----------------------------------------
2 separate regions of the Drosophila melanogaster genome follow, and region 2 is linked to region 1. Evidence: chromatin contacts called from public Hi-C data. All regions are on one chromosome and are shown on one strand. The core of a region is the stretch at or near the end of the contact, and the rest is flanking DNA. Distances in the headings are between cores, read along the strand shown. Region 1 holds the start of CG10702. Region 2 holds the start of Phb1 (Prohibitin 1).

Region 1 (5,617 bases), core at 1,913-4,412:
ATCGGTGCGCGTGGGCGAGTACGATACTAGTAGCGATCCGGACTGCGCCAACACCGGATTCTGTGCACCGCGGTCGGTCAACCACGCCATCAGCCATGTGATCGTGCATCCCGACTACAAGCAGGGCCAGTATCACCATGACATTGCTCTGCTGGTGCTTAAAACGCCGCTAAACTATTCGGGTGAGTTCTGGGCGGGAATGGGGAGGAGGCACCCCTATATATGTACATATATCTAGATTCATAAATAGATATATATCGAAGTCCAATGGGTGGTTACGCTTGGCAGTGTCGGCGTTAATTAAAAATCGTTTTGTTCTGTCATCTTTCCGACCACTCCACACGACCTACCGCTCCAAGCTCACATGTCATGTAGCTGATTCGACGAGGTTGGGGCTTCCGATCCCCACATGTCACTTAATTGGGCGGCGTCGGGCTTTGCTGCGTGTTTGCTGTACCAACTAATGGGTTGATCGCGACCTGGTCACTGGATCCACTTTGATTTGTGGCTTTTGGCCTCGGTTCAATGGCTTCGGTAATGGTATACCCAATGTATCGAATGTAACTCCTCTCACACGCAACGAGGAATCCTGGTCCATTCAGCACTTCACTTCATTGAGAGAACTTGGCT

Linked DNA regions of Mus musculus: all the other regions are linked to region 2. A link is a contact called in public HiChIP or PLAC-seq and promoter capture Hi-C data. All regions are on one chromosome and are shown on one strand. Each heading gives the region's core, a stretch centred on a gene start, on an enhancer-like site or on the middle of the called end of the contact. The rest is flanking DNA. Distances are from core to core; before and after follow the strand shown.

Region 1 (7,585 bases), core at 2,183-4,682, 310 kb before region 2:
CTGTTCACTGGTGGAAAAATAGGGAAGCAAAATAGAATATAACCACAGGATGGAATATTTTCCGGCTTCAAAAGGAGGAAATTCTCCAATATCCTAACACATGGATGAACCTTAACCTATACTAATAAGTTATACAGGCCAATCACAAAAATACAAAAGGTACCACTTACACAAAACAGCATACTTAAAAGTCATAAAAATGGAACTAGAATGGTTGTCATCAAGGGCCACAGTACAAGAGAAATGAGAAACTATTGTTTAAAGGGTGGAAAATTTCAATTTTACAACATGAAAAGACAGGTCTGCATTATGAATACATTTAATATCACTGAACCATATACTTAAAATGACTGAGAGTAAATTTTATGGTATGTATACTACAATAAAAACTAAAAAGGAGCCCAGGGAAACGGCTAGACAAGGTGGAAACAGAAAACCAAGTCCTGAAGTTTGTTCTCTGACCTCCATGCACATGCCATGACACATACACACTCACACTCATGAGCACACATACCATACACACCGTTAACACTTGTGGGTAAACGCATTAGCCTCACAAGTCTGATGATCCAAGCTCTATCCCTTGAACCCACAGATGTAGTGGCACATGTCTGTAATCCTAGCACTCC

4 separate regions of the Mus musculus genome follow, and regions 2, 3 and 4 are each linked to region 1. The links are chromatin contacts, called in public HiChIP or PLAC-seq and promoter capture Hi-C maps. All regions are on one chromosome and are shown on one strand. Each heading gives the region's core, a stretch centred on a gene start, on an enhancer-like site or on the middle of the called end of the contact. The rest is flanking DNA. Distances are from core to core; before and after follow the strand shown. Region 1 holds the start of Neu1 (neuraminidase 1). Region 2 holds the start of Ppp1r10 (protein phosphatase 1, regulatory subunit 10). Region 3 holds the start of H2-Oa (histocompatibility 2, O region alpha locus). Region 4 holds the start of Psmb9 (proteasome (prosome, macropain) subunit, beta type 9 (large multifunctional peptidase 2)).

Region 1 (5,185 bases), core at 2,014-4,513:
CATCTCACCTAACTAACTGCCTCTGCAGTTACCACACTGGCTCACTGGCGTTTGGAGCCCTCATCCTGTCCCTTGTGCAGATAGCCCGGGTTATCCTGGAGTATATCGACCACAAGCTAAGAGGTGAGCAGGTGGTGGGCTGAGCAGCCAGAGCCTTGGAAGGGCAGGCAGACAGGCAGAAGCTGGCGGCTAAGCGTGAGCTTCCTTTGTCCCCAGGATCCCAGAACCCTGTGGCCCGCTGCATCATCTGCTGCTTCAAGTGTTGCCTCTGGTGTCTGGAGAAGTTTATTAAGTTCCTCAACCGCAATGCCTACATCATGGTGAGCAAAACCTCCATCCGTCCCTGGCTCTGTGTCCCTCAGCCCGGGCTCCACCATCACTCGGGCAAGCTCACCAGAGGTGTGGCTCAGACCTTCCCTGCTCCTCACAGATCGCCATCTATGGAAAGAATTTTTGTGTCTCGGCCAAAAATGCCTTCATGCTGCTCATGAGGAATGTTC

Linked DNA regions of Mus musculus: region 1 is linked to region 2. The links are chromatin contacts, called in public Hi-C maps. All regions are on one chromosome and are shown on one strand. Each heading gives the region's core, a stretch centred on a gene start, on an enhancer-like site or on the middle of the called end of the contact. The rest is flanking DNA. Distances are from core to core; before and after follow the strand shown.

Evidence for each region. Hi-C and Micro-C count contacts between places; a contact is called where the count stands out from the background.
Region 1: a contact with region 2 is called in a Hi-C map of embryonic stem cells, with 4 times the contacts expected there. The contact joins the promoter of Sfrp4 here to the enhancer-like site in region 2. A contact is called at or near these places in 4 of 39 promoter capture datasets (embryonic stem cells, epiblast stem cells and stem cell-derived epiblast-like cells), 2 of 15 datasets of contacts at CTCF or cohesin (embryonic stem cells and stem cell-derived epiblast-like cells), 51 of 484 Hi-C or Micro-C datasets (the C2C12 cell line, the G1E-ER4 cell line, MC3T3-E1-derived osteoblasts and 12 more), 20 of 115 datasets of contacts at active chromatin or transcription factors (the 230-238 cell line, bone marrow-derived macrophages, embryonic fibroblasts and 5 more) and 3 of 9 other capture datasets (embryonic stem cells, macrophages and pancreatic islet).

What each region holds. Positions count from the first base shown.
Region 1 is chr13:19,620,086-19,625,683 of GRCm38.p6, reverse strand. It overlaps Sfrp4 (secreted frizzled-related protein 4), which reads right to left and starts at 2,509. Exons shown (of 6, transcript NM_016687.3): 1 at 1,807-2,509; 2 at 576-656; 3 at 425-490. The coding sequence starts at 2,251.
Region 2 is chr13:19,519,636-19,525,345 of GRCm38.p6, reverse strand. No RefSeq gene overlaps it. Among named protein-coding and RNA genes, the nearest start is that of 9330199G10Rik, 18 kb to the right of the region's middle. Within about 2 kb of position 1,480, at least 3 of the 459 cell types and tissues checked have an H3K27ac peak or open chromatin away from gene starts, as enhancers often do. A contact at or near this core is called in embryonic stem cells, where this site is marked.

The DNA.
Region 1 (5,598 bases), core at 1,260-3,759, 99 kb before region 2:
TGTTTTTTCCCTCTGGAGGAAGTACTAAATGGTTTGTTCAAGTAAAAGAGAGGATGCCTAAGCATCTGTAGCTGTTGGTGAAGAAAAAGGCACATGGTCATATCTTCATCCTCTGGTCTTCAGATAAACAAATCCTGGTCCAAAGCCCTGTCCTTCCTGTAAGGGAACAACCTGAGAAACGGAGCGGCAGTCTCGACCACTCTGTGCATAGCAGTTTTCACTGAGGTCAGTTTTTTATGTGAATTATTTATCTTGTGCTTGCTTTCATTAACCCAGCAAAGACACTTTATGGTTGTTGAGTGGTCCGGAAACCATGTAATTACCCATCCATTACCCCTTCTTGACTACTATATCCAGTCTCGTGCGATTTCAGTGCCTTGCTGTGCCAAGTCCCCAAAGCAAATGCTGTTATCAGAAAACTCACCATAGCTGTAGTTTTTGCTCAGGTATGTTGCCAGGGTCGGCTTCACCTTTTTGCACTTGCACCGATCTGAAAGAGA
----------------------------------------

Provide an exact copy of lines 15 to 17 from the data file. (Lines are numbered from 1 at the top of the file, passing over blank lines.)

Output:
Region 2 is chr13:19,519,636-19,525,345 of GRCm38.p6, reverse strand. No RefSeq gene overlaps it. Among named protein-coding and RNA genes, the nearest start is that of 9330199G10Rik, 18 kb to the right of the region's middle. Within about 2 kb of position 1,480, at least 3 of the 459 cell types and tissues checked have an H3K27ac peak or open chromatin away from gene starts, as enhancers often do. A contact at or near this core is called in embryonic stem cells, where this site is marked.

The DNA.
Region 1 (5,598 bases), core at 1,260-3,759, 99 kb before region 2: